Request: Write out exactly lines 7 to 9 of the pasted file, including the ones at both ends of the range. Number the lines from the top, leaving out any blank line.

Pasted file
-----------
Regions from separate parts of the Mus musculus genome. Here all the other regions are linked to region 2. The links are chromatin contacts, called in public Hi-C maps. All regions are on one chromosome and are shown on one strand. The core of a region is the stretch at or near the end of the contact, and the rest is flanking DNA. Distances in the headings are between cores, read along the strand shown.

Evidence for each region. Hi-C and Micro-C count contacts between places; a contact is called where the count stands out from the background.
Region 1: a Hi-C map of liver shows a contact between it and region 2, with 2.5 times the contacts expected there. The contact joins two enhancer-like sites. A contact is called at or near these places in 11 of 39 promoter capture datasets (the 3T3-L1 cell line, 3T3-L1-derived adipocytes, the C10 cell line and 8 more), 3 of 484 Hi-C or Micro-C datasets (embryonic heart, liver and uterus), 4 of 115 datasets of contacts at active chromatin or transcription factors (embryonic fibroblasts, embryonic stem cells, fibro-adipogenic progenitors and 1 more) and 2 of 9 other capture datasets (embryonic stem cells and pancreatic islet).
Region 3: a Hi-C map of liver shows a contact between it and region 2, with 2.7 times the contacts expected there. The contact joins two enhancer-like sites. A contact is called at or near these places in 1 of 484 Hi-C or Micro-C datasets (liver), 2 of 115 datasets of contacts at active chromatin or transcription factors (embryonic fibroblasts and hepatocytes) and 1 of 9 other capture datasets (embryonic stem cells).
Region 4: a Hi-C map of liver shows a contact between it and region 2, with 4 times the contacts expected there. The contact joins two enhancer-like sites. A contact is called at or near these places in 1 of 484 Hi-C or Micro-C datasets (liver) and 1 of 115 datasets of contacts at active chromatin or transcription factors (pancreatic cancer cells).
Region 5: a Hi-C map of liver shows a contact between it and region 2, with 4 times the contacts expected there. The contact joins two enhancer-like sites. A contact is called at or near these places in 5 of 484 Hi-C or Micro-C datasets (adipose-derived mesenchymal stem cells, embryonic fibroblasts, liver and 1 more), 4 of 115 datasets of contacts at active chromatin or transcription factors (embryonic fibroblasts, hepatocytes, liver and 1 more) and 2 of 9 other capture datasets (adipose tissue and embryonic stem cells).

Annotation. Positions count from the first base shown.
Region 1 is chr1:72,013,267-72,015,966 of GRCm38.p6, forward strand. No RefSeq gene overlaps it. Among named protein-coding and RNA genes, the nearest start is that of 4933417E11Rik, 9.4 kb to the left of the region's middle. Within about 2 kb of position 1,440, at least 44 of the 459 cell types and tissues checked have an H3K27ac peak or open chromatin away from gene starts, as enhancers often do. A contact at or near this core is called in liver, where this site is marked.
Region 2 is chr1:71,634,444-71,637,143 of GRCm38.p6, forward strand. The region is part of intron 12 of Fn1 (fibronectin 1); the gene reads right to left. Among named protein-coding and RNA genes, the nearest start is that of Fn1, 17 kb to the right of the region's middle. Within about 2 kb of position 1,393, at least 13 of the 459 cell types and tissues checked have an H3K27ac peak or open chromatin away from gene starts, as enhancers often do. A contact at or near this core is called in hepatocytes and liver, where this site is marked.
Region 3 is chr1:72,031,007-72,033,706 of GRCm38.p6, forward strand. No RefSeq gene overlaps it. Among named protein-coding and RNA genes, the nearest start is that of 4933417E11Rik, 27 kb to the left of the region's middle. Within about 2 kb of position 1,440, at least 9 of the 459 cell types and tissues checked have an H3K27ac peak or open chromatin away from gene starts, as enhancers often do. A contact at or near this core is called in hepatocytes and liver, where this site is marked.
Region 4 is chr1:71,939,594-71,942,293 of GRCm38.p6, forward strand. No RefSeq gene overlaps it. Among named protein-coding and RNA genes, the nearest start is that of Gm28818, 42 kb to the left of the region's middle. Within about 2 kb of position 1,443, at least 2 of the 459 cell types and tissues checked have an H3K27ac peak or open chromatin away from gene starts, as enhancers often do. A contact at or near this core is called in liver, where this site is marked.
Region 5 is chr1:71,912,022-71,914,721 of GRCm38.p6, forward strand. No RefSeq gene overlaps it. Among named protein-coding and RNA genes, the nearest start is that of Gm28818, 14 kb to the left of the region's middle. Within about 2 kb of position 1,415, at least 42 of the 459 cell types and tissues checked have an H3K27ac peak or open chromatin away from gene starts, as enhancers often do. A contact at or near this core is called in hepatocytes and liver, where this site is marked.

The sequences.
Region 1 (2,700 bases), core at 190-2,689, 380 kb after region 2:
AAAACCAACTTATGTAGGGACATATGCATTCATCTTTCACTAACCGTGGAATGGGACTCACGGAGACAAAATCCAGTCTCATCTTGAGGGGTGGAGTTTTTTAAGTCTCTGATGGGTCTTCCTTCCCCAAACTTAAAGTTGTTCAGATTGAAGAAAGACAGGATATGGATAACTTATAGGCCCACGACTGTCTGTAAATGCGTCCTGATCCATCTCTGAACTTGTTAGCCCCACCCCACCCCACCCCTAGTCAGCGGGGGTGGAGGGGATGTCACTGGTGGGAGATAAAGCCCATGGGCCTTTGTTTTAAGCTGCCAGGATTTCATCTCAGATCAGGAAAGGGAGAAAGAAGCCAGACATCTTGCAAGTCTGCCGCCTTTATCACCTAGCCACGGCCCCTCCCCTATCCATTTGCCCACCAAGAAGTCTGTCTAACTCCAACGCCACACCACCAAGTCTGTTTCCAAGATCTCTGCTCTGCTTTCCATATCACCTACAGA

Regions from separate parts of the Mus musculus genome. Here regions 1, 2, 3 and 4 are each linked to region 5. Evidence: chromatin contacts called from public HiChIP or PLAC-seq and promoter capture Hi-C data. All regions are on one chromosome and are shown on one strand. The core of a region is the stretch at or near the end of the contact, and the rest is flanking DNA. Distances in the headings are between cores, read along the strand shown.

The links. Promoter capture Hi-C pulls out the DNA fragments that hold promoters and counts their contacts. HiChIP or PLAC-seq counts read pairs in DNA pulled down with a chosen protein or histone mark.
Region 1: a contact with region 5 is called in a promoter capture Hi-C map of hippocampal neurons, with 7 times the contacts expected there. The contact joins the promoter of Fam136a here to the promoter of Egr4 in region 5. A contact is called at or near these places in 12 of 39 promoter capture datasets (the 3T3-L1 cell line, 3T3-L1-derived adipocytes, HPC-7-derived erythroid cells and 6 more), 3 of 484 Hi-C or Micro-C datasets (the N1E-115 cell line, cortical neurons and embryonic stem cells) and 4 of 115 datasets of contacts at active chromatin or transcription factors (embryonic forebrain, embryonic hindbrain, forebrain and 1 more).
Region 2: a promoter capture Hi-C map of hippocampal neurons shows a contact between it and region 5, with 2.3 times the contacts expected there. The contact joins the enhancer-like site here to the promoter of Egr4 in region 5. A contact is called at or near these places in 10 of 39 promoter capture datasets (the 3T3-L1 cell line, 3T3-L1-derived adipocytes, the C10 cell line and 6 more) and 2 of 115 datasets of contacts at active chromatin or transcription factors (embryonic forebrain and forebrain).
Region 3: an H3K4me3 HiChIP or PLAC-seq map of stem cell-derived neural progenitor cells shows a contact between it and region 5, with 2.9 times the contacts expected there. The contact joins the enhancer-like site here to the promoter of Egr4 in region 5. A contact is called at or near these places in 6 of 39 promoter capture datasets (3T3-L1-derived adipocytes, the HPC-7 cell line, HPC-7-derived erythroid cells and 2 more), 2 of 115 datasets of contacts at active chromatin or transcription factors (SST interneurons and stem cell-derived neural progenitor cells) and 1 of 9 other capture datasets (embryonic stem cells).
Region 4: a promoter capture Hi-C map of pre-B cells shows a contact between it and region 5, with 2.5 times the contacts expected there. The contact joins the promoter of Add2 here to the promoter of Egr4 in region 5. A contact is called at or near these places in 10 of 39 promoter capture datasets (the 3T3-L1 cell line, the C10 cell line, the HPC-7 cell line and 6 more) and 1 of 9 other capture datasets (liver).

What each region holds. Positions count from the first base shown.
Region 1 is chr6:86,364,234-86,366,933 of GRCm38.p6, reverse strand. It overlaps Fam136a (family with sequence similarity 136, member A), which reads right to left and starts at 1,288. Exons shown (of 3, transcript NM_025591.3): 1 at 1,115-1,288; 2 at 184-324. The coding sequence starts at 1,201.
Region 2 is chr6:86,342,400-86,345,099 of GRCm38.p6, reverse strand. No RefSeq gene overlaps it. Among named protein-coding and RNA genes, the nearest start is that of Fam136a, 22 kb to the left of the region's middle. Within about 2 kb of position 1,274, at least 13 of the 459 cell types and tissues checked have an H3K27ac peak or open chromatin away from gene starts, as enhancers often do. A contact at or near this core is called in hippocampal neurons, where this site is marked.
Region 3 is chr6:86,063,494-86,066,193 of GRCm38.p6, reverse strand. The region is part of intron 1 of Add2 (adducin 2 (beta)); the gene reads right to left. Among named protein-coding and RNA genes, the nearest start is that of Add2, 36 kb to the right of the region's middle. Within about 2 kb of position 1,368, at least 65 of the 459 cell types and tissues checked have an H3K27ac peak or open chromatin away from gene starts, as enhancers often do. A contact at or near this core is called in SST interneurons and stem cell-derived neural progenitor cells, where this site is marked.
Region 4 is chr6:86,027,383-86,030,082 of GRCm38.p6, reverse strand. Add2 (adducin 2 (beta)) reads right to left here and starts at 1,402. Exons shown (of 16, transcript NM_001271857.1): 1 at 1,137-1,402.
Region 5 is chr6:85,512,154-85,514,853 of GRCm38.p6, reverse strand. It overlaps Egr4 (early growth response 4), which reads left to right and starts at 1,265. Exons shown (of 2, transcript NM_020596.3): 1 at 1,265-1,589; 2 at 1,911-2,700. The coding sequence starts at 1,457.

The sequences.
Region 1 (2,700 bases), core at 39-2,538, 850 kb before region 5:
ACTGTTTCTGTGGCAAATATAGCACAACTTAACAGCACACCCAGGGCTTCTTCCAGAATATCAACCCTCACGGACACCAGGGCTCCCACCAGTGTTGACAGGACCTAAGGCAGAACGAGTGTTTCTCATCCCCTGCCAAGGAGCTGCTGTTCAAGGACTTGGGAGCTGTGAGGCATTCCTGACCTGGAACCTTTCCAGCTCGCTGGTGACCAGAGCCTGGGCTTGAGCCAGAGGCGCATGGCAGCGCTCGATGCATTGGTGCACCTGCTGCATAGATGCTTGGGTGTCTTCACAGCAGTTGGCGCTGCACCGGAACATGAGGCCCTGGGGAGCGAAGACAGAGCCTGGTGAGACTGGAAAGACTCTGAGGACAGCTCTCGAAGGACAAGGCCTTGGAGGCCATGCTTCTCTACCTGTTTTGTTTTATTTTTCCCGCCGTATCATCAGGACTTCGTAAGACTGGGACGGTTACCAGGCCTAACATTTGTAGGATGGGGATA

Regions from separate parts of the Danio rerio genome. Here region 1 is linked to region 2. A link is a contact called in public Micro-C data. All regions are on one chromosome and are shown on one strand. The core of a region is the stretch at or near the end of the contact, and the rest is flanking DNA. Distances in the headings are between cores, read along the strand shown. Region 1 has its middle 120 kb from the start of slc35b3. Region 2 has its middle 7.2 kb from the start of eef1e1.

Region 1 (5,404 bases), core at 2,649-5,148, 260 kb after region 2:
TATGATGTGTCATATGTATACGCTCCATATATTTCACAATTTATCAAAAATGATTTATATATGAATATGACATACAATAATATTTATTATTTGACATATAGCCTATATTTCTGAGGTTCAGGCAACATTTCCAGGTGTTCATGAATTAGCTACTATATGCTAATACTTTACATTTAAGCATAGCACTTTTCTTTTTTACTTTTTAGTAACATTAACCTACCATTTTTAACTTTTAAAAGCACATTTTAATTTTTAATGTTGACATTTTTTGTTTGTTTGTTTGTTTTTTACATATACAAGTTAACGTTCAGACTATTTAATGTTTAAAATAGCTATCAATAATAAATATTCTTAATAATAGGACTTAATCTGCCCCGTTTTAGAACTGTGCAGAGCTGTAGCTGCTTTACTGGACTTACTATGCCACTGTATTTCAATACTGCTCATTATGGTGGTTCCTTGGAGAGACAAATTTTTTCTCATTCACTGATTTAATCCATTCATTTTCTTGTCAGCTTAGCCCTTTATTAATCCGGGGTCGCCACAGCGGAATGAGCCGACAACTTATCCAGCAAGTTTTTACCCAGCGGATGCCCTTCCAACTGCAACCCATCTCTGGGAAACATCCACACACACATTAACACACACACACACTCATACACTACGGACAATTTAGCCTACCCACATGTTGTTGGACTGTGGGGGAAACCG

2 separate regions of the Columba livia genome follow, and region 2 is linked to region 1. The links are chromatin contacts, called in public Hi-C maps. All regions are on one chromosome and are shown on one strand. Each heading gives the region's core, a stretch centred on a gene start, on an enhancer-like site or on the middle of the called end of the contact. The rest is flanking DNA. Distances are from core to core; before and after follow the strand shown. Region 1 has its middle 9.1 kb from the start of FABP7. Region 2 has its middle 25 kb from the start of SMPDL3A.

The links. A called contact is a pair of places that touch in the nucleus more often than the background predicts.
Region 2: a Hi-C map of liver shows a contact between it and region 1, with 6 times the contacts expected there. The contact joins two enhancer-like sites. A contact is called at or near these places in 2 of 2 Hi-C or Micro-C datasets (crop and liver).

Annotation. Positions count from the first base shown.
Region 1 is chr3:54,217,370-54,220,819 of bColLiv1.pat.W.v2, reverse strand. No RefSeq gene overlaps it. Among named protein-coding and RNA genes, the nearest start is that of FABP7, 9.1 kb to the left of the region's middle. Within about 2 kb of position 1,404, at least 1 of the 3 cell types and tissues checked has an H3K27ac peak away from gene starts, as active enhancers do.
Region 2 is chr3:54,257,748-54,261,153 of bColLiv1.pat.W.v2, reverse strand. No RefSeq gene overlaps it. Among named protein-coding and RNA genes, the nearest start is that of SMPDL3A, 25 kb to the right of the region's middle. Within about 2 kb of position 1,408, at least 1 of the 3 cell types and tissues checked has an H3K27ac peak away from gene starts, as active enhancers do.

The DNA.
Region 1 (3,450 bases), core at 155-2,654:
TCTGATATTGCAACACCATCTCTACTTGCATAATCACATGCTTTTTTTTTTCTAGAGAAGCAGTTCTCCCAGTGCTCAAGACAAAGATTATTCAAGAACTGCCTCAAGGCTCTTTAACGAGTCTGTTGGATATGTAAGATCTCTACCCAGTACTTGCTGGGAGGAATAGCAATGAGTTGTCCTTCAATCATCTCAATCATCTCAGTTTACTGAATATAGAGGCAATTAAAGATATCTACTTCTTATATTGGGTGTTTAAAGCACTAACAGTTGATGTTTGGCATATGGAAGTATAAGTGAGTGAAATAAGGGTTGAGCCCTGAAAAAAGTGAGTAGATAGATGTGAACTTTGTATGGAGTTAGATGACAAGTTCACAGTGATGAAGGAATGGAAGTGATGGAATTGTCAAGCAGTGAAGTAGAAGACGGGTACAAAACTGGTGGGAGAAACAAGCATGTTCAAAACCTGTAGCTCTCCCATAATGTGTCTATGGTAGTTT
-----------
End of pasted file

Annotation. Positions count from the first base shown.
Region 1 is chr1:72,013,267-72,015,966 of GRCm38.p6, forward strand. No RefSeq gene overlaps it. Among named protein-coding and RNA genes, the nearest start is that of 4933417E11Rik, 9.4 kb to the left of the region's middle. Within about 2 kb of position 1,440, at least 44 of the 459 cell types and tissues checked have an H3K27ac peak or open chromatin away from gene starts, as enhancers often do. A contact at or near this core is called in liver, where this site is marked.
Region 2 is chr1:71,634,444-71,637,143 of GRCm38.p6, forward strand. The region is part of intron 12 of Fn1 (fibronectin 1); the gene reads right to left. Among named protein-coding and RNA genes, the nearest start is that of Fn1, 17 kb to the right of the region's middle. Within about 2 kb of position 1,393, at least 13 of the 459 cell types and tissues checked have an H3K27ac peak or open chromatin away from gene starts, as enhancers often do. A contact at or near this core is called in hepatocytes and liver, where this site is marked.